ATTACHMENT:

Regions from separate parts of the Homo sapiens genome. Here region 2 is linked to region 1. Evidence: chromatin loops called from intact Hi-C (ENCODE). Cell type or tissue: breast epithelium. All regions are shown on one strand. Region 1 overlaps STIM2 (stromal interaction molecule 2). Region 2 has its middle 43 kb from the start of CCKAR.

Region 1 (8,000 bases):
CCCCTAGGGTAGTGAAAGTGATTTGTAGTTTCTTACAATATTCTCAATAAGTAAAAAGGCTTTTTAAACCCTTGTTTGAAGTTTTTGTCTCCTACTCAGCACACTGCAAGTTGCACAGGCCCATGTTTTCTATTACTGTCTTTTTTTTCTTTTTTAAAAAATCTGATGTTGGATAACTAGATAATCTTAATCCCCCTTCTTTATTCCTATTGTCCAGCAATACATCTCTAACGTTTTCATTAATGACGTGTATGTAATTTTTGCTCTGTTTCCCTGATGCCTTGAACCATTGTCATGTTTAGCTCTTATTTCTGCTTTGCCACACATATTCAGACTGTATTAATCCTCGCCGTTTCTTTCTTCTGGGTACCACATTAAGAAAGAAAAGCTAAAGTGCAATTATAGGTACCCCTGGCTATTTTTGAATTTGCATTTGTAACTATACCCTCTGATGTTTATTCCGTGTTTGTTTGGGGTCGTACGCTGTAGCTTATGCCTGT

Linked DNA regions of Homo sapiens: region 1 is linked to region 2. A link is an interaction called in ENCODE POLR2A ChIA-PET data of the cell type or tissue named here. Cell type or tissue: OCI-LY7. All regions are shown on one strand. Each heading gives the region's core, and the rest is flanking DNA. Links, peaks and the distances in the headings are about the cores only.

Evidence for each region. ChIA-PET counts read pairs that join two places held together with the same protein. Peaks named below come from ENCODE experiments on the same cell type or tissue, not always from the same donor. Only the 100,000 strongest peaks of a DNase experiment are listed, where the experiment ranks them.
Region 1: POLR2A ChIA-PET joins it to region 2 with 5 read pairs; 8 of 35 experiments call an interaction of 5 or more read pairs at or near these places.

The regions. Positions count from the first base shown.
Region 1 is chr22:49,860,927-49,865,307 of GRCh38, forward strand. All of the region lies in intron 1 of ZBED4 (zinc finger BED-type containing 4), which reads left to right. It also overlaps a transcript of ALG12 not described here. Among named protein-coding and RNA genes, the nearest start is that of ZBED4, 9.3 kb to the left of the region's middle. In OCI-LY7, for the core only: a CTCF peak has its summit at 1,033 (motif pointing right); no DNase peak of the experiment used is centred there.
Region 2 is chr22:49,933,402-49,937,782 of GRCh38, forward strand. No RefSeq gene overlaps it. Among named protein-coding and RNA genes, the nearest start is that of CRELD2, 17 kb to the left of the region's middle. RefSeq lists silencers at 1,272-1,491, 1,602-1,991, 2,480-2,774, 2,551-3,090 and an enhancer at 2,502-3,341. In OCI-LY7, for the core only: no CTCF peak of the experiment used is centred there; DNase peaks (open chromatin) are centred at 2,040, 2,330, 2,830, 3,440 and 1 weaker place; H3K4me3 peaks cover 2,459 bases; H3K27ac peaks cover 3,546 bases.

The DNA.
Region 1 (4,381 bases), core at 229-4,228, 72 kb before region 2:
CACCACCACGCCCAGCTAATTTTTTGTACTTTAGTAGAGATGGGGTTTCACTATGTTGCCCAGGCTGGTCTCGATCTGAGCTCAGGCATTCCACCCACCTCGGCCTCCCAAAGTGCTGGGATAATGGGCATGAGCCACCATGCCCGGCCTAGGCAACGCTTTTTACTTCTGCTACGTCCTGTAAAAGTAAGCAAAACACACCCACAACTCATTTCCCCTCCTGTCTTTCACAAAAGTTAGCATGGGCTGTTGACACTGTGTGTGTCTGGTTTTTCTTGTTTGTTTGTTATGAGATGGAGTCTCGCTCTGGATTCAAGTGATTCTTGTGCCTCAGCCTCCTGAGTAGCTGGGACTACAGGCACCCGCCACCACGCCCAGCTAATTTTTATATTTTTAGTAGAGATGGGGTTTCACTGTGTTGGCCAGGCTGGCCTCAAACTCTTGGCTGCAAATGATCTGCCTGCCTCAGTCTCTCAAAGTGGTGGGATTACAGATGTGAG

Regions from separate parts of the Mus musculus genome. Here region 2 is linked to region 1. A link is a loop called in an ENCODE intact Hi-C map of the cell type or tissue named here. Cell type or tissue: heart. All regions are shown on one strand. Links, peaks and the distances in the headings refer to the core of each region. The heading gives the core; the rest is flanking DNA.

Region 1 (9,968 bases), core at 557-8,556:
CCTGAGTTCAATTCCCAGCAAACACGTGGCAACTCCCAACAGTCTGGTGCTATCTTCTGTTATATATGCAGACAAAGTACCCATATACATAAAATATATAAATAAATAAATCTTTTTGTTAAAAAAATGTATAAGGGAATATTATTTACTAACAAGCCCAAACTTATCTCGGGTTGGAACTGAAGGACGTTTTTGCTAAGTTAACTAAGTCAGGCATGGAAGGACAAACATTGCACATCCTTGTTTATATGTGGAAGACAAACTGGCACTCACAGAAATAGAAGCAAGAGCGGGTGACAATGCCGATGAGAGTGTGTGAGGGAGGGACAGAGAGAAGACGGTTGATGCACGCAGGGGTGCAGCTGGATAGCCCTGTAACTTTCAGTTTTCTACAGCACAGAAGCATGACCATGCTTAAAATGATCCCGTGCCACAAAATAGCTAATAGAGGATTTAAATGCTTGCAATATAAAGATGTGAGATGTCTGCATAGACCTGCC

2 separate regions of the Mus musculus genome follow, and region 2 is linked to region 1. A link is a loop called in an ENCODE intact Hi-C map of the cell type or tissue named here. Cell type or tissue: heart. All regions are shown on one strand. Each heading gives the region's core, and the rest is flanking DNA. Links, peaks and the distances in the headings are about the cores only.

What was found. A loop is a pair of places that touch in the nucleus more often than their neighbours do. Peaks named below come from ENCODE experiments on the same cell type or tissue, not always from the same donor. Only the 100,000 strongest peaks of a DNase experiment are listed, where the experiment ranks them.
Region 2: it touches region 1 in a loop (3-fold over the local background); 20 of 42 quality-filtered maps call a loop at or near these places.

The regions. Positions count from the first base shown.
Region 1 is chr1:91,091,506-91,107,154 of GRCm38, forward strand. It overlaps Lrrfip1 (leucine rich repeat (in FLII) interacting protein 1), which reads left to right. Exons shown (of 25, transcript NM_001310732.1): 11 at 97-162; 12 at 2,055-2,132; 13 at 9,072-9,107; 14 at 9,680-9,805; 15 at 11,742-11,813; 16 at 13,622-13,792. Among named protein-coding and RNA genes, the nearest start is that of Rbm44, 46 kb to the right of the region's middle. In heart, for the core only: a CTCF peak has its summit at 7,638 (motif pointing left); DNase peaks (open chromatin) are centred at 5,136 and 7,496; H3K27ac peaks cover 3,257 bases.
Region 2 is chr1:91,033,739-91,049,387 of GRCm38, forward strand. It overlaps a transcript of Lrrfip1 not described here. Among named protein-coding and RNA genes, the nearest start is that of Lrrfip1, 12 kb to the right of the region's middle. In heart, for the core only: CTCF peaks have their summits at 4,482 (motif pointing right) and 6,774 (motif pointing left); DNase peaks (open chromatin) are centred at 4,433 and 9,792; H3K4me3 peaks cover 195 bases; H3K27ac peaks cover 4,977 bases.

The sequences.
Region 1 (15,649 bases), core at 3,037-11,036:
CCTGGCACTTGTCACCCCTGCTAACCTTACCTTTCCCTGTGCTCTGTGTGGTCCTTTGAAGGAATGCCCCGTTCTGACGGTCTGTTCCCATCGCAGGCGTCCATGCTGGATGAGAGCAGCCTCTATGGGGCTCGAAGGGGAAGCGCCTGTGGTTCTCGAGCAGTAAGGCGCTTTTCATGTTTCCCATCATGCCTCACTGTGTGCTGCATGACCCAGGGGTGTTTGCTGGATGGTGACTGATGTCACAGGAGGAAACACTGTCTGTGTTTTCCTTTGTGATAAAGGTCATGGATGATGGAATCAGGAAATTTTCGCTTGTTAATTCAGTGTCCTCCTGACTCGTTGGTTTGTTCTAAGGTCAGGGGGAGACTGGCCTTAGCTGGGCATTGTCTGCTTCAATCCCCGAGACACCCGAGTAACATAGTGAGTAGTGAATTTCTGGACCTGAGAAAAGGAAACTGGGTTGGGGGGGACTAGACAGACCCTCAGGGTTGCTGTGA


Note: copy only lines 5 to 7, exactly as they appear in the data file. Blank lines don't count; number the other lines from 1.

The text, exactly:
Evidence for each region. ChIA-PET counts read pairs that join two places held together with the same protein. Peaks named below come from ENCODE experiments on the same cell type or tissue, not always from the same donor. Only the 100,000 strongest peaks of a DNase experiment are listed, where the experiment ranks them.
Region 1: POLR2A ChIA-PET joins it to region 2 with 5 read pairs; 8 of 35 experiments call an interaction of 5 or more read pairs at or near these places.

The regions. Positions count from the first base shown.